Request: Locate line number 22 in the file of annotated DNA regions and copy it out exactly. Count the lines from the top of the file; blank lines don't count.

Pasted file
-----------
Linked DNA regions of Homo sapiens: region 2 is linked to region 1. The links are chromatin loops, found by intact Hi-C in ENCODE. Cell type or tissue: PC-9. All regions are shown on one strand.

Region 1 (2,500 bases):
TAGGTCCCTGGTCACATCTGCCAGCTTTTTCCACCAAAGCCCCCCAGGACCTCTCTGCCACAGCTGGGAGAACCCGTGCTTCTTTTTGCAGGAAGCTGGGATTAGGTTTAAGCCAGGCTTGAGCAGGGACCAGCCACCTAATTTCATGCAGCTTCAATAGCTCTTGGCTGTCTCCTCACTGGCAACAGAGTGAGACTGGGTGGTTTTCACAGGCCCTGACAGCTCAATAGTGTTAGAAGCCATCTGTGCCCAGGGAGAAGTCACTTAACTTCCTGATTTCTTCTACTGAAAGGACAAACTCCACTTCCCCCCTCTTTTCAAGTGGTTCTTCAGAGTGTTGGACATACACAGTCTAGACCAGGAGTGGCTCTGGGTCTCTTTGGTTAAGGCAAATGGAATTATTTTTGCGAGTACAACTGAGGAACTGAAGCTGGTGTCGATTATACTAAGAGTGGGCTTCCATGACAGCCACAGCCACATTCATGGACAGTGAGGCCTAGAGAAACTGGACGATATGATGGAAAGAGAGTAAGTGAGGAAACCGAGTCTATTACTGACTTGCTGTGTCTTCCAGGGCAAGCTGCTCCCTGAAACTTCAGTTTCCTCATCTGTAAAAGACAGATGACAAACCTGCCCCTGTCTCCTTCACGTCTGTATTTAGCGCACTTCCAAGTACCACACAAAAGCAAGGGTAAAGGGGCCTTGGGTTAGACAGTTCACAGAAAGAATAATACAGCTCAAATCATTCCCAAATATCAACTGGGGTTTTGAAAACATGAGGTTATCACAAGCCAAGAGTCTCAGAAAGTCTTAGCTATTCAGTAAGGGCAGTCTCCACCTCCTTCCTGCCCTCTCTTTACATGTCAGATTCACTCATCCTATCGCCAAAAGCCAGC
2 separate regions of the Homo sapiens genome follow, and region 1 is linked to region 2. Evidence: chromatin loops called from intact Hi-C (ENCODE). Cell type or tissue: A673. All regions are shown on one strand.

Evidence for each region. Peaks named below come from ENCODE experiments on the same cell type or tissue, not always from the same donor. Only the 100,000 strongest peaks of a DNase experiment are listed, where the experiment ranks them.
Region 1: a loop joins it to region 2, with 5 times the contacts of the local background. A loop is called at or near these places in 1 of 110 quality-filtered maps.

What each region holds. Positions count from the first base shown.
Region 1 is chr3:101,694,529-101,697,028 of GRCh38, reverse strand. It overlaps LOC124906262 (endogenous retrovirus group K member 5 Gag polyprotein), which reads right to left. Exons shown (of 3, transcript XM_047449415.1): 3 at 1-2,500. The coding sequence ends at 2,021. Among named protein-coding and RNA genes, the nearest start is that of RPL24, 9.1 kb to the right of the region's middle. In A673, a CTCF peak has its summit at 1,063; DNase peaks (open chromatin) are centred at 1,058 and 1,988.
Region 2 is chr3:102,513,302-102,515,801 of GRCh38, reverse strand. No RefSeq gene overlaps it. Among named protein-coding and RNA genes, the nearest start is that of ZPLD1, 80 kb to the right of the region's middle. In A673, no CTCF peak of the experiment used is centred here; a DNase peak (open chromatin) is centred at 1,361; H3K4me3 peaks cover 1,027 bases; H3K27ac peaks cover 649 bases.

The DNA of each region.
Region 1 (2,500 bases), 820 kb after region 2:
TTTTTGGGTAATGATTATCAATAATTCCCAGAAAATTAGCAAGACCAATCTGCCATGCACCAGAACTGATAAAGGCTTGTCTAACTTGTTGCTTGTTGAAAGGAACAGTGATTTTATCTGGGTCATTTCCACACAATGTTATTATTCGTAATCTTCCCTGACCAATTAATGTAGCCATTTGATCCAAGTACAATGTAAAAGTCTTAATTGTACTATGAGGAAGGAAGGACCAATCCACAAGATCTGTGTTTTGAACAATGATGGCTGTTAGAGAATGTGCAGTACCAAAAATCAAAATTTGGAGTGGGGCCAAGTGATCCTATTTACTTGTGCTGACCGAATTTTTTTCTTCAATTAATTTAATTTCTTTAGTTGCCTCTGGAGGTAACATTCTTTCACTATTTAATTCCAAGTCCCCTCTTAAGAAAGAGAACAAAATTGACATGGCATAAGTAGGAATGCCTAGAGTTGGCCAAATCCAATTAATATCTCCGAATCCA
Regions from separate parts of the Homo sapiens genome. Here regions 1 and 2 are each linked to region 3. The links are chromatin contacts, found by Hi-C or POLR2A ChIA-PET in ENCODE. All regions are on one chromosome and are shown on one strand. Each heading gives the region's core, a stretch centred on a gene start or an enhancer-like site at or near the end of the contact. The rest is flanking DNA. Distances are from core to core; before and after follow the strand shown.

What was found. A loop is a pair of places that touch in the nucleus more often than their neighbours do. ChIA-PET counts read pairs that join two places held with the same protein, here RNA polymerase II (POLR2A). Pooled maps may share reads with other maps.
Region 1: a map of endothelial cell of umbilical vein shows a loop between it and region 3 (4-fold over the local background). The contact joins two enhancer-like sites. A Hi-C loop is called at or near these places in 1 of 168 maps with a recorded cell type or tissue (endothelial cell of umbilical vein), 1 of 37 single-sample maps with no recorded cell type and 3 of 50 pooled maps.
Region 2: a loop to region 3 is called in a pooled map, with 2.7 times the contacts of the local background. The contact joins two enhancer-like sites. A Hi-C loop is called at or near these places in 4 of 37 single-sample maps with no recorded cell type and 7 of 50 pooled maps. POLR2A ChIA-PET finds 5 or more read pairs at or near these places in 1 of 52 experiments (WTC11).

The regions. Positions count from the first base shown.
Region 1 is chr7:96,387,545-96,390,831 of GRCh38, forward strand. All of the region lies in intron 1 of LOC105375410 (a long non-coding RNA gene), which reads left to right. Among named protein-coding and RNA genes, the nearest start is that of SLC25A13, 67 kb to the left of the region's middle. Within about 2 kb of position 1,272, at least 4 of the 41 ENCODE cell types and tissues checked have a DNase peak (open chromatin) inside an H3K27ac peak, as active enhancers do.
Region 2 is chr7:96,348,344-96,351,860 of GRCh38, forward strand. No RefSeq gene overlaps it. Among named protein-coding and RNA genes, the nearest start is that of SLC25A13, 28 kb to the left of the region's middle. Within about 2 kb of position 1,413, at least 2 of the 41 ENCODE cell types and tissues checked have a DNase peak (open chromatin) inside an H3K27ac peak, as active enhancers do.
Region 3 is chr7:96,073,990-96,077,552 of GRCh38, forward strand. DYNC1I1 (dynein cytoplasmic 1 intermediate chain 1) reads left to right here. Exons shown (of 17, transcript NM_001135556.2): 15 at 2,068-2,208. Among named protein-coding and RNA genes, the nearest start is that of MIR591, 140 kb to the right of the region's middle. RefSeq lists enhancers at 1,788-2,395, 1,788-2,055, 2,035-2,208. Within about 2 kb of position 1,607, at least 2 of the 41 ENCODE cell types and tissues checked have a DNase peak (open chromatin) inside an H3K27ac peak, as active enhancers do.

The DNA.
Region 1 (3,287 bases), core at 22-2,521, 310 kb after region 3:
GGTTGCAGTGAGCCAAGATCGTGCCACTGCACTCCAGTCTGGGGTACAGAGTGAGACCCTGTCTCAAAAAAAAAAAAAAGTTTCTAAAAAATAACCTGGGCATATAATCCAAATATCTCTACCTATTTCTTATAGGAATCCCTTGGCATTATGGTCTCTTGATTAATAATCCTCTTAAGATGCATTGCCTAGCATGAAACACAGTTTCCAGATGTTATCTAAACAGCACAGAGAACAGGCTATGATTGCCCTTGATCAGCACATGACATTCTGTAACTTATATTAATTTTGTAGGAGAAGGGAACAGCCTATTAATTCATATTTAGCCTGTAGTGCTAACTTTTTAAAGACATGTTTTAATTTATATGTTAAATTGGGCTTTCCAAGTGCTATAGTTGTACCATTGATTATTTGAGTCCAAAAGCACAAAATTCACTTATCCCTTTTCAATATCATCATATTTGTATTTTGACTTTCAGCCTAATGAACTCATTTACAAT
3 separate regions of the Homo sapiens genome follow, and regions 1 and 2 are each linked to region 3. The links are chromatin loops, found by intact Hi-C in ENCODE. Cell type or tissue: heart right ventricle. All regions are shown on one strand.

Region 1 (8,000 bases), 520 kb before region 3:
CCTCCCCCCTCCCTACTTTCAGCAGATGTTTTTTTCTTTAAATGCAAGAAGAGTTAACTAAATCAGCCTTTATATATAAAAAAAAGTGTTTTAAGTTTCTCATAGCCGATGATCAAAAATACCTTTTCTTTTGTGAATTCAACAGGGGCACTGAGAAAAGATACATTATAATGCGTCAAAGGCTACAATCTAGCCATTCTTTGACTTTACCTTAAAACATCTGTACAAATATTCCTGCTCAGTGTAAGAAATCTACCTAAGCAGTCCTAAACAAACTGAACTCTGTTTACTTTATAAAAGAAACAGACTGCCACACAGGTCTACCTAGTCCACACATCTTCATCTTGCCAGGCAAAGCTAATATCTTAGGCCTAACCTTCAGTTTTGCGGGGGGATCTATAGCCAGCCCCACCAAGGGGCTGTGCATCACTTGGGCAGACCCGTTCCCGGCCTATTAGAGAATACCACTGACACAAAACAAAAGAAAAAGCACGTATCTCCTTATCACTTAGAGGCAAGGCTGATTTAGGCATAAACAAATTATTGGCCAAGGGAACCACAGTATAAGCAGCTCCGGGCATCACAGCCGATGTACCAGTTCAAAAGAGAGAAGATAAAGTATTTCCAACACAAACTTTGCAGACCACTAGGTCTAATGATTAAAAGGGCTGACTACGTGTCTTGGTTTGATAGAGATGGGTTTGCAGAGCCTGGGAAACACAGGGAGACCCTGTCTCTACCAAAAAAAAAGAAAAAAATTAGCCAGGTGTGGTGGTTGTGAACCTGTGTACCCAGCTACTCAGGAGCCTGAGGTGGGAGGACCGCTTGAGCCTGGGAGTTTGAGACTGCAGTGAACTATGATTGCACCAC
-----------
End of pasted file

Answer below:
Region 1 (3,287 bases), core at 22-2,521, 310 kb after region 3: